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Ethics code in City of Lockport taking aim at nepotism

LOCKPORT – Mayor Anne E. McCaffrey said last week that the new city code of ethics will go a long way toward making nepotism illegal in city government.

The code also gives the Board of Ethics real investigative power, Corporation Counsel John J. Ottaviano said.

If the new rules had been in force when the city decided to look into Youth and Recreation Director Melissa I. Junke’s use of former Mayor Michael W. Tucker’s city credit card to pay expenses for a golf tournament, Ottaviano said, the city wouldn’t have had to hire an outside attorney to investigate it.

McCaffrey said she consulted with the New York Conference of Mayors after she took office Feb. 21 to obtain suggestions on how to upgrade the code of ethics.

“They sent me (the codes of) several municipalities that they liked, but the one they liked best was Cohoes,” McCaffrey said. Lockport’s code is largely adapted from that city’s policy.

While Lockport’s former code of ethics fit on one page, albeit in a small font size, the new one occupied eight full pages in last week’s Common Council agenda.

The former code was silent on the subject of nepotism, but the new code bars any officer or employee, either individually or as a member of a board, from participating in any decision to hire, discipline, promote or fire any relative for any position. Nor may any city employee or officer act as a relative’s on-the-job supervisor.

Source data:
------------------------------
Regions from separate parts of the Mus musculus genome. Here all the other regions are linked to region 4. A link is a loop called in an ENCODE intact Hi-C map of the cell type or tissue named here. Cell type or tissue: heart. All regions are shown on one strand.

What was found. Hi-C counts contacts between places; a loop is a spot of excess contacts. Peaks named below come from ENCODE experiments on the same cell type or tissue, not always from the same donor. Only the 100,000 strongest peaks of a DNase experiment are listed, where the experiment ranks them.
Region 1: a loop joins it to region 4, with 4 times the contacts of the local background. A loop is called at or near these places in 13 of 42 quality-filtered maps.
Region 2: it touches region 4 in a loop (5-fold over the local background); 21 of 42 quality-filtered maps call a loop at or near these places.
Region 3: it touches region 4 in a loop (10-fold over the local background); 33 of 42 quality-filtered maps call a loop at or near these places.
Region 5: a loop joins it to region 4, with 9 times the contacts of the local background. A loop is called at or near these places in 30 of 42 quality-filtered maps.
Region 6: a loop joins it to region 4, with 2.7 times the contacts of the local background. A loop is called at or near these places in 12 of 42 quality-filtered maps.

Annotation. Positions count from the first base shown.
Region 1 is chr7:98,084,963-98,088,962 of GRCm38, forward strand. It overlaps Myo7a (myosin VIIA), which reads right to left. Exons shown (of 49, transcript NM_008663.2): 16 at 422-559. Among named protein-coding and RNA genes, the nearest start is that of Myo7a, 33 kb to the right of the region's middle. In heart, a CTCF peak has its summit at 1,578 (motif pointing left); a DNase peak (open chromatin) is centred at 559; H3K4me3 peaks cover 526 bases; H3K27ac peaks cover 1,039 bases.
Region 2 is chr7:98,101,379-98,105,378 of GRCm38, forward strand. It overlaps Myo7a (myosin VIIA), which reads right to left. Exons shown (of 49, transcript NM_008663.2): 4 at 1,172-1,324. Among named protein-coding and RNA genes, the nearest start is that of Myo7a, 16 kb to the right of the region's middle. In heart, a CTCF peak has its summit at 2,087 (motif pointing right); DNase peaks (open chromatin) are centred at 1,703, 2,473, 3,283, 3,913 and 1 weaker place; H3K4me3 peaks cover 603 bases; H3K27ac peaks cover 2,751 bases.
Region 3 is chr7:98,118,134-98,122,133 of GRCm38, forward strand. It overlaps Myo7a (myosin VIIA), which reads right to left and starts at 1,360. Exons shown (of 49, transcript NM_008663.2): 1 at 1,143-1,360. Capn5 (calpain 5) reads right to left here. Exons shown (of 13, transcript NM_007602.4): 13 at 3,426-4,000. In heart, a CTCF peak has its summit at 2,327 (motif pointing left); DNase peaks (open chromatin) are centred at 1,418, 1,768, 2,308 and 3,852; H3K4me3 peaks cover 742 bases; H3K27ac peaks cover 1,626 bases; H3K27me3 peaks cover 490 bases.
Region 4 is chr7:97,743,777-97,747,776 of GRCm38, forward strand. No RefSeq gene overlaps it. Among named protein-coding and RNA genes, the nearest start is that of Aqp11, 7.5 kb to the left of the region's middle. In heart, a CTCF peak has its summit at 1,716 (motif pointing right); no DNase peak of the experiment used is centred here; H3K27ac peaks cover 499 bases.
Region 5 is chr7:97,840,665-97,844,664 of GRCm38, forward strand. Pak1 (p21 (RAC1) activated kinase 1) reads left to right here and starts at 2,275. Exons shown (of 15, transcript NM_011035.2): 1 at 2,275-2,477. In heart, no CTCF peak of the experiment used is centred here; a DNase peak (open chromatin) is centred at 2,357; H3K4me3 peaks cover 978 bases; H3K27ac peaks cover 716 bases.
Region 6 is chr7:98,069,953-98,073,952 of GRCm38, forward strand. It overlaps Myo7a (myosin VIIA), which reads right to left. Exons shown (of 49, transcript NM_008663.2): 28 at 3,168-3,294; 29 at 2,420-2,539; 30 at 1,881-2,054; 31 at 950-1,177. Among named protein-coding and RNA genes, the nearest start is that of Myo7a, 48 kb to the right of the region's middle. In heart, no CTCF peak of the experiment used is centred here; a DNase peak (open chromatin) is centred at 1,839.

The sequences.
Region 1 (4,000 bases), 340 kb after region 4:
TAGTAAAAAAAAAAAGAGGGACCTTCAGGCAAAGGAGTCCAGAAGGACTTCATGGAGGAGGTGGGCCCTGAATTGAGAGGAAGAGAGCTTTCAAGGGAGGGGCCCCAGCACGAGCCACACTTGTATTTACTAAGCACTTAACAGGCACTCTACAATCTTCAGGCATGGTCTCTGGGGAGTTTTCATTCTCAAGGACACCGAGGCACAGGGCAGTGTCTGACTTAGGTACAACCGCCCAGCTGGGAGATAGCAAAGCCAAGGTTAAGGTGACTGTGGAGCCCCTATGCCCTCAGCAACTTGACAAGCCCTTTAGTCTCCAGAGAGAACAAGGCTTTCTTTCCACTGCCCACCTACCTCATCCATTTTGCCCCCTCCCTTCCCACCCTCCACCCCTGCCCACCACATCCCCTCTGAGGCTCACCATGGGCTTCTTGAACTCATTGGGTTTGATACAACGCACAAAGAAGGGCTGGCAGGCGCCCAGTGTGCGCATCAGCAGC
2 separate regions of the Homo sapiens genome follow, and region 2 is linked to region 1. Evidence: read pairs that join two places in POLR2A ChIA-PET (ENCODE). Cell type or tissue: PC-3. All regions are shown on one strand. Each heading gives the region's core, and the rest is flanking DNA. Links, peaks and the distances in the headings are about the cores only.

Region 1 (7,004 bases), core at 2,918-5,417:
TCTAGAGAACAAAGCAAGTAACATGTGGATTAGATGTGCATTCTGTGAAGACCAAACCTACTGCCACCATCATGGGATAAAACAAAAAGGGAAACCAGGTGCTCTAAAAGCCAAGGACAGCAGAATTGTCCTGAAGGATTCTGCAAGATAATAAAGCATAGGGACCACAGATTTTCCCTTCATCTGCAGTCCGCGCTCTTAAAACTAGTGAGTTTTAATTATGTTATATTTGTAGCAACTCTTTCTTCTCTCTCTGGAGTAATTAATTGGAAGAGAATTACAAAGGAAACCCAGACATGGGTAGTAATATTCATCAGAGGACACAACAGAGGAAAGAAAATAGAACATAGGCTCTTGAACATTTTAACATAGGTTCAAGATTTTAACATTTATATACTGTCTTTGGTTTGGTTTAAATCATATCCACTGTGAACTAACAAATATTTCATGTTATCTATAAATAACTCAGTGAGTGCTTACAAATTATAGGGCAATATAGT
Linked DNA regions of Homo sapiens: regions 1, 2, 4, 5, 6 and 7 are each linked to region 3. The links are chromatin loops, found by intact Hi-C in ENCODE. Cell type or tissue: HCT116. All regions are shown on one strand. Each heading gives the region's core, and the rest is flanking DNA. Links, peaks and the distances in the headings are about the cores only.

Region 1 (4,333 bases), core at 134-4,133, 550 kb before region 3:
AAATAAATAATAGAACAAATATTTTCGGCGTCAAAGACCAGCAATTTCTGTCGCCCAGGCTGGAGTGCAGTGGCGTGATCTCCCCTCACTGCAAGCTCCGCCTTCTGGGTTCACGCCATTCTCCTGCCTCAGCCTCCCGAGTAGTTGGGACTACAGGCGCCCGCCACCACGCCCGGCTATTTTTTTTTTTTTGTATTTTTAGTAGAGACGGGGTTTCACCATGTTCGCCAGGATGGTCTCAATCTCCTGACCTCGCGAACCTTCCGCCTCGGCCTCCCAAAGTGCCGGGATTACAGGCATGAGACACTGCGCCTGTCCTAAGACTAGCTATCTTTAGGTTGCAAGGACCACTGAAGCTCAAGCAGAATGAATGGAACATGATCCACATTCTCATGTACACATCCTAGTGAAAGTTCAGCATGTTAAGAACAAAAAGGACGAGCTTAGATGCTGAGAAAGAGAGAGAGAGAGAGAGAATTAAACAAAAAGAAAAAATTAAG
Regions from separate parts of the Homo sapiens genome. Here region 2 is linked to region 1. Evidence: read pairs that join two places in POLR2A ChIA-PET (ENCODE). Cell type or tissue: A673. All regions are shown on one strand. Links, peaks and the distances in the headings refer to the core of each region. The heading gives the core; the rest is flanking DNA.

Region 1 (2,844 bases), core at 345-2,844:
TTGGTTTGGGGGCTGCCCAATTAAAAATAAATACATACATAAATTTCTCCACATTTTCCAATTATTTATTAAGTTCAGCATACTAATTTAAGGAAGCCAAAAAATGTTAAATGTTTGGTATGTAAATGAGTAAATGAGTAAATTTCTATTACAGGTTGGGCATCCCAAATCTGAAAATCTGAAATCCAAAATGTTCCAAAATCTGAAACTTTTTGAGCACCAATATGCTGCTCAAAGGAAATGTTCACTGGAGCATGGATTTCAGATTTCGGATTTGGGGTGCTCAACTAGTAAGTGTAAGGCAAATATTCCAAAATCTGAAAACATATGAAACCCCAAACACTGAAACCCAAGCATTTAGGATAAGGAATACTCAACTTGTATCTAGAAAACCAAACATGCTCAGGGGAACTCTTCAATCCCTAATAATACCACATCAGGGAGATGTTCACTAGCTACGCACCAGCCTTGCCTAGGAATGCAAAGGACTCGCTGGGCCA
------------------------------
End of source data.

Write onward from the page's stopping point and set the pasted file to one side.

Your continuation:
McCaffrey said that means, among other things, that a mayor couldn’t appoint a family member to a city job, as Tucker did in 2006 when he gave his son a full-time Highways and Parks Department laborer position.

But McCaffrey said last year’s hiring of Fire Chief Thomas J. Passuite’s son for the Water Department would have been acceptable, because the fire chief doesn’t hire or supervise anyone in the Water Department.

“I don’t think it’s in the city’s best interest if nepotism has trumped other hiring decisions,” McCaffrey said.

The new code is far more detailed on gifts to officials than the previous one.

The value of gifts from any single giver are limited to $75 a year if the gifts could be construed as an attempt to influence or reward the recipient.

There is a presumption of a violation if the donor has an issue pending before the city or he received municipal action on something within the last year.

“The whole point of this is, we should not be in public office for personal gain,” McCaffrey said.

The old Board of Ethics, comprising City Treasurer Michael E. White, Rev. Otto G. Struckmann and attorney Henry W. Schmidt Jr., hasn’t met in years and will be replaced, the mayor said.

The code says the new three-member board must not include anyone now on the city payroll. Ottaviano said he expects that one of the appointees will be an attorney.

The board will have subpoena power to compel testimony and production of evidence at its hearings, but the hearings will be secret.

Only findings of ethical violations will be publicly disclosed.

The board will be able to recommend disciplinary actions in line with state law and union contracts, up to and including firing, but it doesn’t have the power to impose penalties itself.

The board also may give secret advisory opinions to city employees or officials about whether their plans violate the code of ethics.